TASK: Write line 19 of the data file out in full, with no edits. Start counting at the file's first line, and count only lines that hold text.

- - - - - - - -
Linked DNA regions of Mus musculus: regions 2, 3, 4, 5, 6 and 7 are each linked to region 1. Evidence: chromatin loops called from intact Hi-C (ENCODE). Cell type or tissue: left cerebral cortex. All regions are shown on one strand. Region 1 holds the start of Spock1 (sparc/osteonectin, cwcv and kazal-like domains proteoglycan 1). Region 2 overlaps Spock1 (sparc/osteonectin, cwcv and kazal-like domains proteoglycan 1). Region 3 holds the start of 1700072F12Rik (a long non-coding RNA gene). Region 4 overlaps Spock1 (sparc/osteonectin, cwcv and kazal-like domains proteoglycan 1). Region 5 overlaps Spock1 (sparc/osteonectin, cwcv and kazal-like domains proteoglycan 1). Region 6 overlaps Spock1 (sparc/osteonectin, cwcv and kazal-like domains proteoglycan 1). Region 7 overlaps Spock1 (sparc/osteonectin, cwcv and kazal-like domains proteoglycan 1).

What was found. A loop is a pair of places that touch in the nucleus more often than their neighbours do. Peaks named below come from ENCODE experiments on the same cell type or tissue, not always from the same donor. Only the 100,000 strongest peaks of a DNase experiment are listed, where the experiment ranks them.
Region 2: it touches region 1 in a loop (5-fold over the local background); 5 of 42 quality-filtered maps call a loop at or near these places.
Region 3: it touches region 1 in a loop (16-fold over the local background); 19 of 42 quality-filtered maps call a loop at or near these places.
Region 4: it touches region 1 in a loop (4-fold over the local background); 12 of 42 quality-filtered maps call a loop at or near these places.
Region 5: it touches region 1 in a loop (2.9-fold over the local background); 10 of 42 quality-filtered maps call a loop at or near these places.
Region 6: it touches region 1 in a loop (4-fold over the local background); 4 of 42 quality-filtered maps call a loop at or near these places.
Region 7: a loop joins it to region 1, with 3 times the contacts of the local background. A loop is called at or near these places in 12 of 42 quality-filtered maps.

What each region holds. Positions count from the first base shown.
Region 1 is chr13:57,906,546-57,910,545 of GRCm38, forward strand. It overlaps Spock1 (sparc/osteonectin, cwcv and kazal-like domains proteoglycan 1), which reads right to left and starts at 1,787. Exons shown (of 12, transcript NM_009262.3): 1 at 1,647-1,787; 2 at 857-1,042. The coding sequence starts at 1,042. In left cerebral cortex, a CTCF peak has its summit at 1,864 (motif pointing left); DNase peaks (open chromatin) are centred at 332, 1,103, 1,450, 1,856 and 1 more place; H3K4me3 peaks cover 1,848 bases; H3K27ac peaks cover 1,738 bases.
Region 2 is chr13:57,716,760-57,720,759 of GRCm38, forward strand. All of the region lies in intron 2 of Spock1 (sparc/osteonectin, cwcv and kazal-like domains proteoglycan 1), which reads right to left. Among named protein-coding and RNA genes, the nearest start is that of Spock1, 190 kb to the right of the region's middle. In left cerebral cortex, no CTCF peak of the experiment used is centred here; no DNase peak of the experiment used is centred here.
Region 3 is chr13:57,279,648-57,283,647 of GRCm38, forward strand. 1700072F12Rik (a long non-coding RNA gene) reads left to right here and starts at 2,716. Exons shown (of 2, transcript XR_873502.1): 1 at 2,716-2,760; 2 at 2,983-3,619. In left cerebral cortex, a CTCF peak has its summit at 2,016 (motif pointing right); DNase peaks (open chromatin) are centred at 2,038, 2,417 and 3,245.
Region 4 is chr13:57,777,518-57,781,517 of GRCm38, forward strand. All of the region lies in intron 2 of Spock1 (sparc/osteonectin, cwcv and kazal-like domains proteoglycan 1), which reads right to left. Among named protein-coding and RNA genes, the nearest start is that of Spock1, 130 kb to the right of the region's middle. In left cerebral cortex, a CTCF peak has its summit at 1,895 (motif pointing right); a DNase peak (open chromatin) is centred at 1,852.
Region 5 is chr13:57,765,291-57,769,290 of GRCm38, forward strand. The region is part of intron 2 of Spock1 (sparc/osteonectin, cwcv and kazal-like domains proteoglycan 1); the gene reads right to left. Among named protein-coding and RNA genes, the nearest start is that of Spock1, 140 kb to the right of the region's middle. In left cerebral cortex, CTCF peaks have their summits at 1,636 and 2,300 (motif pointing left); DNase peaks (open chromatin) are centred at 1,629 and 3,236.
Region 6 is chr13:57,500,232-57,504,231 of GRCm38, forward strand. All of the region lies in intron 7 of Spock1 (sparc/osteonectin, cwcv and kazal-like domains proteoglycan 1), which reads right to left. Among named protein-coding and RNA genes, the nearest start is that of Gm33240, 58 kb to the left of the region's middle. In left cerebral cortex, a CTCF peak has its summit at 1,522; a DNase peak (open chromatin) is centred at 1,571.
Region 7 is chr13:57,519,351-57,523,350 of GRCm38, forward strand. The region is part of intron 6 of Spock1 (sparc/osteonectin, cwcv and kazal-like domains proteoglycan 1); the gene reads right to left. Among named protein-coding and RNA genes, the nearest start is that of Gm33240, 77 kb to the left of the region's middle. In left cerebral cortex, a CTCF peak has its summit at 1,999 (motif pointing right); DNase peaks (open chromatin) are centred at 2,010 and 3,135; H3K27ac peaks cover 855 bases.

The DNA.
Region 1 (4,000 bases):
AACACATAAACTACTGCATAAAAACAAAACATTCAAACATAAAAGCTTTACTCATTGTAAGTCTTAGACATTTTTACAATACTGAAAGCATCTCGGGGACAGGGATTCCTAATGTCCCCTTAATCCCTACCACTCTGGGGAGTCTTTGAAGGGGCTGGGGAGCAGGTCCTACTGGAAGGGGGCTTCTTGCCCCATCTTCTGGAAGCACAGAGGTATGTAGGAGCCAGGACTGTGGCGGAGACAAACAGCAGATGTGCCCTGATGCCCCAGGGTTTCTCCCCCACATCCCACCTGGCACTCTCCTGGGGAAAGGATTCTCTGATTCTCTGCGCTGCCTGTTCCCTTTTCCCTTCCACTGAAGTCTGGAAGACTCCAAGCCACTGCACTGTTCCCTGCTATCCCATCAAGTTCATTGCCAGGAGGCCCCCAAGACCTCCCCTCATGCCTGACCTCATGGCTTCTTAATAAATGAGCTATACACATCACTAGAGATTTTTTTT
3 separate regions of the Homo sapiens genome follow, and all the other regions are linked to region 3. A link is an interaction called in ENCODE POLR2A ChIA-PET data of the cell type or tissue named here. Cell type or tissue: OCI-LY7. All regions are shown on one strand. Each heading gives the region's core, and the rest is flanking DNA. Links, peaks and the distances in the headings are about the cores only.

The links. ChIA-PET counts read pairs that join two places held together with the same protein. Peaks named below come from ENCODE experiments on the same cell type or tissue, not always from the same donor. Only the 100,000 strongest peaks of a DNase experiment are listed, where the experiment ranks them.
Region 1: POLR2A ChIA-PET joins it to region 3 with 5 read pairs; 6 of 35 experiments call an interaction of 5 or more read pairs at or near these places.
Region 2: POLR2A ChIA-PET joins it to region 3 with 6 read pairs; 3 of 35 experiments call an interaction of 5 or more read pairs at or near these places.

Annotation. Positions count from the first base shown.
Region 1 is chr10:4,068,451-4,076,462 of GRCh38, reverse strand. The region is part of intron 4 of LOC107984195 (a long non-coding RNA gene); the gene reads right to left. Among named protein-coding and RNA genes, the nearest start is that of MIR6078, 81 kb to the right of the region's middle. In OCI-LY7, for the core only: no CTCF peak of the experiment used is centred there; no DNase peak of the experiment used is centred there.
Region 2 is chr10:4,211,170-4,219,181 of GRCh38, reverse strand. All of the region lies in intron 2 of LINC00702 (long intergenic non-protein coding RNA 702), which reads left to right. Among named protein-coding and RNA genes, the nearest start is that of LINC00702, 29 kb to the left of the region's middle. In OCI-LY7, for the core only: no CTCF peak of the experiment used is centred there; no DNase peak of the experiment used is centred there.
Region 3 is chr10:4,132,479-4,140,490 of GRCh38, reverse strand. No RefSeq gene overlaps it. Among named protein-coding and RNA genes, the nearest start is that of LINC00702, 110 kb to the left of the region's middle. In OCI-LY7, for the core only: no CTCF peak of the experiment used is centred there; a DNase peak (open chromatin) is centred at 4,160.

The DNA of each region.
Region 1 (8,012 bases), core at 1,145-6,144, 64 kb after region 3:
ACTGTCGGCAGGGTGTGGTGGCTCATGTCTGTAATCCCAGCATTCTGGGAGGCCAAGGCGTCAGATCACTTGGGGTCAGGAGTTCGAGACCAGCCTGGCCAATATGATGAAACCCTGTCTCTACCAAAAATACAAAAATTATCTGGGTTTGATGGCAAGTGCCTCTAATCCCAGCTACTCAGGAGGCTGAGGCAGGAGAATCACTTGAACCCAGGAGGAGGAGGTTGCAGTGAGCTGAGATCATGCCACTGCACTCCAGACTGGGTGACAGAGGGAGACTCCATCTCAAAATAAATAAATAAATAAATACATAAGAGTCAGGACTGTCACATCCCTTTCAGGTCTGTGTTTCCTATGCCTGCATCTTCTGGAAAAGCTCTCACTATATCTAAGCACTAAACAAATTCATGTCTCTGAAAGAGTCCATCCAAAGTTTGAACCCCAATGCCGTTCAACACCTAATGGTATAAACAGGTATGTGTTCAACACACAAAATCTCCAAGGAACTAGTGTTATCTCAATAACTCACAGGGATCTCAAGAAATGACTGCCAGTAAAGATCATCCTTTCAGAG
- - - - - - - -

AACACATAAACTACTGCATAAAAACAAAACATTCAAACATAAAAGCTTTACTCATTGTAAGTCTTAGACATTTTTACAATACTGAAAGCATCTCGGGGACAGGGATTCCTAATGTCCCCTTAATCCCTACCACTCTGGGGAGTCTTTGAAGGGGCTGGGGAGCAGGTCCTACTGGAAGGGGGCTTCTTGCCCCATCTTCTGGAAGCACAGAGGTATGTAGGAGCCAGGACTGTGGCGGAGACAAACAGCAGATGTGCCCTGATGCCCCAGGGTTTCTCCCCCACATCCCACCTGGCACTCTCCTGGGGAAAGGATTCTCTGATTCTCTGCGCTGCCTGTTCCCTTTTCCCTTCCACTGAAGTCTGGAAGACTCCAAGCCACTGCACTGTTCCCTGCTATCCCATCAAGTTCATTGCCAGGAGGCCCCCAAGACCTCCCCTCATGCCTGACCTCATGGCTTCTTAATAAATGAGCTATACACATCACTAGAGATTTTTTTT